Good afternoon, Friends, and welcome! Today I have a real treat for you, artist and poet, Kristen Darling! In addition to poetry, Kristen also makes homemade sweaters from yarn she spins! You are going to love this multi-creative and amazing woman! Let’s welcome her!
“Imperfection inspires invention, imagination, creativity. It stimulates. The more I feel imperfect, the more I feel alive.”
– Jhumpa Lahiri, In Other Words
When did you start writing poetry?
When I was 8!
Wow! Did you share your work, or was it personal?
I’d share it with my parents or caretakers (my mom was sick with cancer when I started writing it, so I spent a lot of time getting shuttled around to different church people’s houses).
I first started writing poetry in earnest when I left the Mormon church; the loss of faith and community was bewildering and painful, and giving voice to its pain helped me make my way through it. I tend to use poetry to process grief and change. I write almost exclusively free verse and reclaim religious themes and imagery in many of them.
I co-published/edited/contributed to a collection of poems called Shades of Becoming. I was married to my ex-husband and had his last name still when it was published, but it’s me.
Can you tell us more about your book, “Shades of Becoming?”
Nancy and I both felt there wasn’t a good book of poetry to hold the experience of faith transition that we had gone through and so many people we knew had. Together, we took submissions and collected them together into the collection. I’m very proud of the finished product!
Good for you for writing your book. I write a lot on spirituality, too, and faith is a concept I believe in.
Spiritual themes can’t help but make their way into my poetry. I don’t really believe in God anymore, but I write poems to myself from a Goddess to reclaim her and to heal what hurts about organized religion.
What does the Goddess mean to you?
I think the Goddess stands in for the divine feminine healing that I always craved in organized religion and could never touch. I pray to the Universe and the All that is All (my own personal way to express something similar to Thich Nhat Hahn’s concept of “interbeing”) for guidance and direction. I don’t necessarily believe in an embodied deity anymore, but I believe in intention, ritual, and personal freedom to create spiritual meaning in my life.
Are you working on a new book now?
I have a manuscript, working title “soft little deaths,” that I am trying to polish and edit. Publication date, TBD. (If you have any awesome contacts who would love to publish my anguished sapphic poetry, hit me up. Self-publishing Shades was an effort of love, but not very profitable!)
Tell us more about “Soft Little Deaths.”
The manuscript starts at the beginning of my faith crisis in Mormonism, my ongoing grief over my mother’s cancer death when I was 9. It follows me through the process of writing my way out of Mormonism, processing religious and marital abuse, and coming out the other side, a champion of self-love and self-tenderness. There are many deaths and rebirths in the manuscript.
Do you have a short poem to share with us?
I have many poems I could share. Do you have a theme you’d like to speak to with this? I can find one that fits probably.
Do you have one about love in general?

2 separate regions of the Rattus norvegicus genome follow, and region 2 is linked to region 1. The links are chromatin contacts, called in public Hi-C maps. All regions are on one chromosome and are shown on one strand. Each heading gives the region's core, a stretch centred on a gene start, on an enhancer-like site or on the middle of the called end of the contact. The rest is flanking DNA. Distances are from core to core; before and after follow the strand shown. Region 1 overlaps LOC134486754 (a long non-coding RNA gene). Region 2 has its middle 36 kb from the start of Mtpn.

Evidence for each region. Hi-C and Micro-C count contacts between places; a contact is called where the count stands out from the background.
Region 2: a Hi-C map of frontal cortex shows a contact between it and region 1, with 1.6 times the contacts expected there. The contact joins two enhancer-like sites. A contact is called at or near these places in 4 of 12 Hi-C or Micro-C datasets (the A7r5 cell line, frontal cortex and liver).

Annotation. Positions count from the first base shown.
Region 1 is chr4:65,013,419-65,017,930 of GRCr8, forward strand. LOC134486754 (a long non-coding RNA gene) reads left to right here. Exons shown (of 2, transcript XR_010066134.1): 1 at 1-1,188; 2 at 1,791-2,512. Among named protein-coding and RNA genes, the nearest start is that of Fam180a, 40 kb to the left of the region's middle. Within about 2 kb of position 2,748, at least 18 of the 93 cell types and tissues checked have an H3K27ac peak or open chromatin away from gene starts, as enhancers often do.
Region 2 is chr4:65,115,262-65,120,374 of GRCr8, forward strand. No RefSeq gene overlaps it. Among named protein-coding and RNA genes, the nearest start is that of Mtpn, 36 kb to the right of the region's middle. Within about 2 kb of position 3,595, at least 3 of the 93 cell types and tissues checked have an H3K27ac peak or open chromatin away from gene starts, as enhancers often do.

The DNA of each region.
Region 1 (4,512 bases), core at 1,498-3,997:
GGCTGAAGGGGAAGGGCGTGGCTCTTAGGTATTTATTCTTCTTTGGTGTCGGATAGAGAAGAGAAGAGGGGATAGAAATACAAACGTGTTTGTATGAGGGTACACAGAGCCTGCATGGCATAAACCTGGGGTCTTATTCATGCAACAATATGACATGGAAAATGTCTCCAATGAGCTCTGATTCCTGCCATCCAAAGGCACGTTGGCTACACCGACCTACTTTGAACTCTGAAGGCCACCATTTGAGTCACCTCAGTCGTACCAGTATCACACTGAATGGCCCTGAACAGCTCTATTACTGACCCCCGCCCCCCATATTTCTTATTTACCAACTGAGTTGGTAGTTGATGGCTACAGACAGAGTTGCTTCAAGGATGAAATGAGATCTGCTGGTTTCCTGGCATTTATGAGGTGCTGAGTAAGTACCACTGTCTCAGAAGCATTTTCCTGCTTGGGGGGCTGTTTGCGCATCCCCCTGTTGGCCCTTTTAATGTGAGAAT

My wife and I performed this as our vows at our wedding!
in praise of stubborn love
i love you like a barnacle
hugs the side of a boat
you’ll have to pry me off
with a spoon, steer us from
one salt body to the lochs of
Portland, Oregon so we can
swim free together
let me fall forever in love with you
leap up up up into love
beloved this love has no bottom
the limit does not exist
prisms of light refracted through
the rosy lenses of love
all of you is holy
i love all you find unlovable
i will find you in darkness
and when you think
you want to remain lost
i will still be there
i will love you like a lighthouse
shelters the fleets of your
wander lusty heart
soar gull-like wherever your
brain body takes you
i remain your introverted
light partner shining
warmly of safety
let me love you
like the dying thing i am
this mortal husk that is devoted
to you and has one shot
i am not a greedy woman
but i am jealous of time
its pockets stuffed full of
hours and moments
forever running through my
fingers, so i’ll say it again
i love you
What do you like to do when you are not writing?
I like scalding hot baths, playing video games with my son, going on long walks in Utah sunsets, reading anything I can get my hands on, and all things fiber arts. Pre-pandemic brunch with friends was my favorite sport.
That’s great that you play video games with your son! I’ll bet you are a great mom!
I try very hard. My momming journey has been challenging to navigate, as my son has a clinical sleep disorder and didn’t sleep through the night until he was 7. But with time and meds and medical intervention, he’s doing great now.
It is impressive that you created yarn to make your clothes with. Where did you learn to make the yarn?
My friend Rachael gave me my first spinning lesson using a drop spindle. I took to it immediately and made hundreds of yards of yarn while I learned how to control the twist and tension of the thread. Within about six months, I bought my spinning wheel, and I taught myself how to use it on the internet. I spin, weave, knit, and crochet pretty regularly. I weave the least, but my wife and I often have a scarf on the loom and take turns working on it.
I want to thank you, Kristen, for being our guest today! You are brilliant, and we are in awe of your creative talents! Please keep us updated about your work so we can follow you.
Readers, thank you for visiting today! Be sure to check out Kristen’s poetry book, Shades of Becoming, on Amazon. Stay tuned for my next blog in two weeks with another fantastic author!
Until Next Time,
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